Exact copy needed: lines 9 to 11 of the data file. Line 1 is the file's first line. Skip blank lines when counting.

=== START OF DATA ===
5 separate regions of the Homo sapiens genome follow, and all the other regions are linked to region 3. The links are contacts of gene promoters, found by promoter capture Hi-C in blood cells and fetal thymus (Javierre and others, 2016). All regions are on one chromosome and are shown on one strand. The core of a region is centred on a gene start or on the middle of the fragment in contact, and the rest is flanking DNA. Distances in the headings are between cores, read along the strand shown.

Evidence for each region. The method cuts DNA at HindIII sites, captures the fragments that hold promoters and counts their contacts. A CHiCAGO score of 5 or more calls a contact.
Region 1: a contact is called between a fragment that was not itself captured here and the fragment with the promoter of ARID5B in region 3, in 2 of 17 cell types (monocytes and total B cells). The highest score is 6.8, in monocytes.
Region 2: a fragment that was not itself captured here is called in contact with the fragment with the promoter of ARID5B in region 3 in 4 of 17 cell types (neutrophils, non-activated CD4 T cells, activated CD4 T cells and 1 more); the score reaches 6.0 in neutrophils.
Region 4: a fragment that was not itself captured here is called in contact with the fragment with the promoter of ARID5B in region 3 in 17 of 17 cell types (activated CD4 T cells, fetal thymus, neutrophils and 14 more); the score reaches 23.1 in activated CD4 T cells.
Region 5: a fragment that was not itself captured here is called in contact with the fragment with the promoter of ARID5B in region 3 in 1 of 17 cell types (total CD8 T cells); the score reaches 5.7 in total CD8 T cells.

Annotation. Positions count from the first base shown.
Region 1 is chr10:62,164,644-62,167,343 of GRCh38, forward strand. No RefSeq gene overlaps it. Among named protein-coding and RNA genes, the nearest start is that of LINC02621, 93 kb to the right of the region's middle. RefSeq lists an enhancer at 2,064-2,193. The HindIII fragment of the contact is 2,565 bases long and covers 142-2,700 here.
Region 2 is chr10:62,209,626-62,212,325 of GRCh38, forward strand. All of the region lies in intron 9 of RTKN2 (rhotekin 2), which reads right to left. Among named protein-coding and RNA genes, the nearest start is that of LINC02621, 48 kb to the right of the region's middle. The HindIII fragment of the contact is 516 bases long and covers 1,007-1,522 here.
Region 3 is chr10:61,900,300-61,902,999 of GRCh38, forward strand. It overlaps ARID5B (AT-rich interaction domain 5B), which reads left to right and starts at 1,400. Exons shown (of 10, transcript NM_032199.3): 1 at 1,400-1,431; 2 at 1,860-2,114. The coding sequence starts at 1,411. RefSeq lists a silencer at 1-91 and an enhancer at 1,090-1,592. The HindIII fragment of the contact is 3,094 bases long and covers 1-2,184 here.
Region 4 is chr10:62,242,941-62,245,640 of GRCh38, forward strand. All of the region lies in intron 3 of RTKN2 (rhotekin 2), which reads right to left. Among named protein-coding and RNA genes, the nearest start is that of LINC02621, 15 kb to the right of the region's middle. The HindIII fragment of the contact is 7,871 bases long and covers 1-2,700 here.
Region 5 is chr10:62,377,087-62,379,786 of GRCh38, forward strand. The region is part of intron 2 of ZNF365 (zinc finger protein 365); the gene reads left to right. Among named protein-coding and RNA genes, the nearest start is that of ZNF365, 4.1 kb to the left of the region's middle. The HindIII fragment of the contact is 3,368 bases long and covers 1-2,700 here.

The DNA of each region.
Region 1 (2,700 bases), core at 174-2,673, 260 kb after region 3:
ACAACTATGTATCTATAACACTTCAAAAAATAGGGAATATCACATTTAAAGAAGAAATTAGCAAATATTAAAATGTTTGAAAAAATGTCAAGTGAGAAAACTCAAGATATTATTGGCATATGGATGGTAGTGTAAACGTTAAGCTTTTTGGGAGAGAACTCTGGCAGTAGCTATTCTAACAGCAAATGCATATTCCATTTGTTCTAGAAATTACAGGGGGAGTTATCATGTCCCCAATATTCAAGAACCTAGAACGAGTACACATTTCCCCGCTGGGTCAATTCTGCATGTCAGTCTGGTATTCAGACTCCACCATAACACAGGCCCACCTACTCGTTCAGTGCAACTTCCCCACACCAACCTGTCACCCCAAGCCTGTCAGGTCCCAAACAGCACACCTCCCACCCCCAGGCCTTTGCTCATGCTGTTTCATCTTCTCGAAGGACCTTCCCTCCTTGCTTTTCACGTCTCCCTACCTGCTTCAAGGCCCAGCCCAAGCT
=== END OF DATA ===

Region 2 is chr10:62,209,626-62,212,325 of GRCh38, forward strand. All of the region lies in intron 9 of RTKN2 (rhotekin 2), which reads right to left. Among named protein-coding and RNA genes, the nearest start is that of LINC02621, 48 kb to the right of the region's middle. The HindIII fragment of the contact is 516 bases long and covers 1,007-1,522 here.
Region 3 is chr10:61,900,300-61,902,999 of GRCh38, forward strand. It overlaps ARID5B (AT-rich interaction domain 5B), which reads left to right and starts at 1,400. Exons shown (of 10, transcript NM_032199.3): 1 at 1,400-1,431; 2 at 1,860-2,114. The coding sequence starts at 1,411. RefSeq lists a silencer at 1-91 and an enhancer at 1,090-1,592. The HindIII fragment of the contact is 3,094 bases long and covers 1-2,184 here.
Region 4 is chr10:62,242,941-62,245,640 of GRCh38, forward strand. All of the region lies in intron 3 of RTKN2 (rhotekin 2), which reads right to left. Among named protein-coding and RNA genes, the nearest start is that of LINC02621, 15 kb to the right of the region's middle. The HindIII fragment of the contact is 7,871 bases long and covers 1-2,700 here.